OTTAWA — The Liberal government’s plan to have marijuana legalized by July 2018 won’t wipe out the black market for some time, and could come with other unintended consequences, the committee of MPs studying the legislation heard Monday.

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Criminal lawyer Michael Spratt told the committee that Bill C-45 is “an unnecessary complex piece of legislation that leaves intact the criminalization of marijuana in too many circumstances.” For example, Spratt highlighted that under the proposed law, an 18-year-old who passes a joint to a 17-year-old friend would be breaking the law, as would an adult who lets their home-grown plant grow one centimetre taller than the law allows.

“This continued criminalization is inconsistent with a rational and evidence-based criminal justice policy and will only serve to reduce some of the positive impacts of this bill,” Spratt said.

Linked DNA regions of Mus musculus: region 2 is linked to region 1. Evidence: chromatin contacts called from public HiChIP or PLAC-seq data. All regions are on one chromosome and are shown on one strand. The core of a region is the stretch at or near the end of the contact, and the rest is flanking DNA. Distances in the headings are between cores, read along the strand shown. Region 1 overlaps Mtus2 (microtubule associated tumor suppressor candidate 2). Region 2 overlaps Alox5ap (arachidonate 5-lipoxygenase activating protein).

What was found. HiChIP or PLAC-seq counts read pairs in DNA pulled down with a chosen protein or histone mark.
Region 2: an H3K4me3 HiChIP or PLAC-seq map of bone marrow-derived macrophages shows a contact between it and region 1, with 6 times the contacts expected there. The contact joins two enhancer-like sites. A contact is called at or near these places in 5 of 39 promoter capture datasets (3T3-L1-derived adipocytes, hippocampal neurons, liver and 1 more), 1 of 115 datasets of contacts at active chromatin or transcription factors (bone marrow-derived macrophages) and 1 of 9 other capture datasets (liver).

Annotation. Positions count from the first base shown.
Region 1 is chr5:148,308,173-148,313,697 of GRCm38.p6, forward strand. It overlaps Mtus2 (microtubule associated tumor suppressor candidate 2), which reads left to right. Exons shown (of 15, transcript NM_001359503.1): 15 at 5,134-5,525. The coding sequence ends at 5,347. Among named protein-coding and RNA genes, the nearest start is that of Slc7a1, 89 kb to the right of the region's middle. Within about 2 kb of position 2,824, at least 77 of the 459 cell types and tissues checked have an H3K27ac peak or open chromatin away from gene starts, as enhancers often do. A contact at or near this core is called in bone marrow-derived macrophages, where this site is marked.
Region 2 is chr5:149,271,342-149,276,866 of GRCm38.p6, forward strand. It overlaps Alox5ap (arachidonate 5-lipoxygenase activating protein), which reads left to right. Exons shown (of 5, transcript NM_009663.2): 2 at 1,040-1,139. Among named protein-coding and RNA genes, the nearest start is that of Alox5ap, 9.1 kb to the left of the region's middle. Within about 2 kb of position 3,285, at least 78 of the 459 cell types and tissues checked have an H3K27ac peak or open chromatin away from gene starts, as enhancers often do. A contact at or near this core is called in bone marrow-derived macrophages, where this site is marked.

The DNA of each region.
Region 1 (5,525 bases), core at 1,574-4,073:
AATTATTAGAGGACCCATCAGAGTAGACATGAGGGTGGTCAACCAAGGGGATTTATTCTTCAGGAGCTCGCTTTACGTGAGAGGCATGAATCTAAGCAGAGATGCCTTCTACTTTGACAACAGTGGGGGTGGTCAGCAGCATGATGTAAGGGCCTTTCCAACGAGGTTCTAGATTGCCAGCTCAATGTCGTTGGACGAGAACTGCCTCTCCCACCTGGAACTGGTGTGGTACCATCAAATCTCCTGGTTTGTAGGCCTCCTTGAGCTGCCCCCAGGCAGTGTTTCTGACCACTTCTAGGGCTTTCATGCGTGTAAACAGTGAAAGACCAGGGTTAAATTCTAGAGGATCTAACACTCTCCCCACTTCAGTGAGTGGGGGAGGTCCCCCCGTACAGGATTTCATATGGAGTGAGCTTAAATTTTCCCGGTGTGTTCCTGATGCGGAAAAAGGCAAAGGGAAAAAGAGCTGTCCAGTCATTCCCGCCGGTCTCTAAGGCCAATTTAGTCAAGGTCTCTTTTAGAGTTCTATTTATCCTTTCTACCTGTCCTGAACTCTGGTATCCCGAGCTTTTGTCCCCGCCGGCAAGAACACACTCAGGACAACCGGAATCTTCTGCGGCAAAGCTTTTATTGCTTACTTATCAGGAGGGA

Spratt also raised concerns over the constitutionality of ticketing provisions in the bill, which give police forces the ability to issue tickets for minor violations, like possessing just over the 30-gram legal limit.

The bill says that if the ticket is paid on time, the court record would be kept private, but not if the fine is not paid. Spratt says this disadvantages the poor.

“If you are poor and can’t pay a fine you are further stigmatized through a public record,” said Spratt.

“It’s quite likely that this ticketing provision in Bill C-45 will be found to violate the Canadian Charter of Rights and Freedoms,” he said.

Read the full article: CTV News

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